“Then one night, just after the clock had struck the hour of twelve- Ike- climbing inside the Demon caused it to advance toward the door.”

The hired man wakes up and flees at the awesome sight, while Bob and Ike say their tearful farewells to Maggie.

“A couple of minutes later the road was reached, and as Ike turned the electric steed’s head away from his home he muttered:

“Off for the plains!”

The story was not earth-shaking, but was a good read, and, as far as I know The Electric Horse never returned. The Boys’ Champion No. 26 contained a new serial called The Ocean Mystery; or, The Cruise of the Octopus by Howard De Vere which was another Verne-type submarine adventure. An author using the name Harry Kennedy contributed a few fantastic tales to Boys of New York in 1880; The Flying Man; or, The Adventures of a Young Inventor and Across the Continent in the Air.

Frank Reade stories were based on steam technology while electricity begat Frank Reade Jr. Frank Reade’s airships and submarines were usually equipped with powerful searchlights which illuminated adventures above and blow the sea.

Harry Enton wrote the first three Frank Reade stories and the majority afterwards were penned by Luis Senarens (1863-1939). Senarens began writing at the age of fourteen and it was Jules Verne’s writing that influenced him when he began writing for Frank Tousey’s publications.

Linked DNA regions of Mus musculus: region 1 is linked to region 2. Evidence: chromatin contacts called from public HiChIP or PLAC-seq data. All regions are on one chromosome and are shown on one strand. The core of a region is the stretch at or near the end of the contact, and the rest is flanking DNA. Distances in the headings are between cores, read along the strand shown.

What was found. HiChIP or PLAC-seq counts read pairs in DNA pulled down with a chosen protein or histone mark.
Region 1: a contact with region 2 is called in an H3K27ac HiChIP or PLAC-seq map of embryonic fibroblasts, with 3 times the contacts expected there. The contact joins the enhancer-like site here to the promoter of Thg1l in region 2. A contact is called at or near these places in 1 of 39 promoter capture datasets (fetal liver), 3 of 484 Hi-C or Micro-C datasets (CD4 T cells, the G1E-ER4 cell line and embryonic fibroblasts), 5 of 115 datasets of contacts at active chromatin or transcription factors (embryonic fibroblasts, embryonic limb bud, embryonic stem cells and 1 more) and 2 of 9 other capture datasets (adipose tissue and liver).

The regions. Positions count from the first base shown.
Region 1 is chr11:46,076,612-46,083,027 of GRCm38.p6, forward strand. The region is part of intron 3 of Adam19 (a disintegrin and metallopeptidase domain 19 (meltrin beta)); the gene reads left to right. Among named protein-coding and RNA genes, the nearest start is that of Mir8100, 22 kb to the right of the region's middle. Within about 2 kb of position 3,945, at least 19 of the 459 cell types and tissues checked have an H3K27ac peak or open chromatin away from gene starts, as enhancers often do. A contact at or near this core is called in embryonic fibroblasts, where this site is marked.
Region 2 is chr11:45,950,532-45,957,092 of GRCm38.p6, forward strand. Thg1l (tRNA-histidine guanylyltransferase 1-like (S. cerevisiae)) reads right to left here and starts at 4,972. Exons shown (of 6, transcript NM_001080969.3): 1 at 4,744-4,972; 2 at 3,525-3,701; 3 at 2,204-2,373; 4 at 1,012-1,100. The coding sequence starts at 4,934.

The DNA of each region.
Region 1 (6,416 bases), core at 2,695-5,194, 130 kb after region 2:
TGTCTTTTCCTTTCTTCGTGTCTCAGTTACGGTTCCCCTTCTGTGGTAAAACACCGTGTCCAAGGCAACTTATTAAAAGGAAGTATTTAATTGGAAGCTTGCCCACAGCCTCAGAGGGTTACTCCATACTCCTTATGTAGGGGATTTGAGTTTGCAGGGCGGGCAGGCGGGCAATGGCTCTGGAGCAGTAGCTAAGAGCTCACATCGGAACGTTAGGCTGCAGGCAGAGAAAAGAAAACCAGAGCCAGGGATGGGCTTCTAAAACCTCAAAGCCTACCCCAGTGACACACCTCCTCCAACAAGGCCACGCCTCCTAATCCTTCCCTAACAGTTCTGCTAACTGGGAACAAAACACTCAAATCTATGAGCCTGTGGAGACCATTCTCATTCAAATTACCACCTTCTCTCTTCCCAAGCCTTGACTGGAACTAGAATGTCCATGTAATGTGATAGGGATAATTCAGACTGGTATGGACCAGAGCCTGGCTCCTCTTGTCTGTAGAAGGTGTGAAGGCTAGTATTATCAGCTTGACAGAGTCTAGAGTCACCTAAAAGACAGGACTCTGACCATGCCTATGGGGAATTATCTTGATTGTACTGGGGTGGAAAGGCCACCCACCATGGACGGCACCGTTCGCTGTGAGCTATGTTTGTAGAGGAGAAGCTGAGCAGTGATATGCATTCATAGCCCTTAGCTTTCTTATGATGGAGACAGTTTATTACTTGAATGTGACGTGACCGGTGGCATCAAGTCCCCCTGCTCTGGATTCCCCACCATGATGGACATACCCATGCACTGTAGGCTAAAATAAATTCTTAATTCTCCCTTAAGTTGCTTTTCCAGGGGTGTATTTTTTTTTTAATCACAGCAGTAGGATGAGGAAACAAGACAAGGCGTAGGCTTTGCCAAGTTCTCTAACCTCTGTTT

“I had heard of the steam-propelled iron man at the Philadelphia Centennial and I built my first stories around this unique creature. The advancement of electrical science some years later led to the expansion of this idea into the greater and newer field.”

Senarens account leaves out Edward S. Ellis and Harry Enton’s contributions.

“Verne read many of my earlier stories, and he frequently wrote to me and encouraged me in my work. After he had written ‘Around the World in Eighty Days,’ a story that afterward proved to be entirely plausible, Verne, it seems, ran out of steam and he did little more along this highly imaginative line.”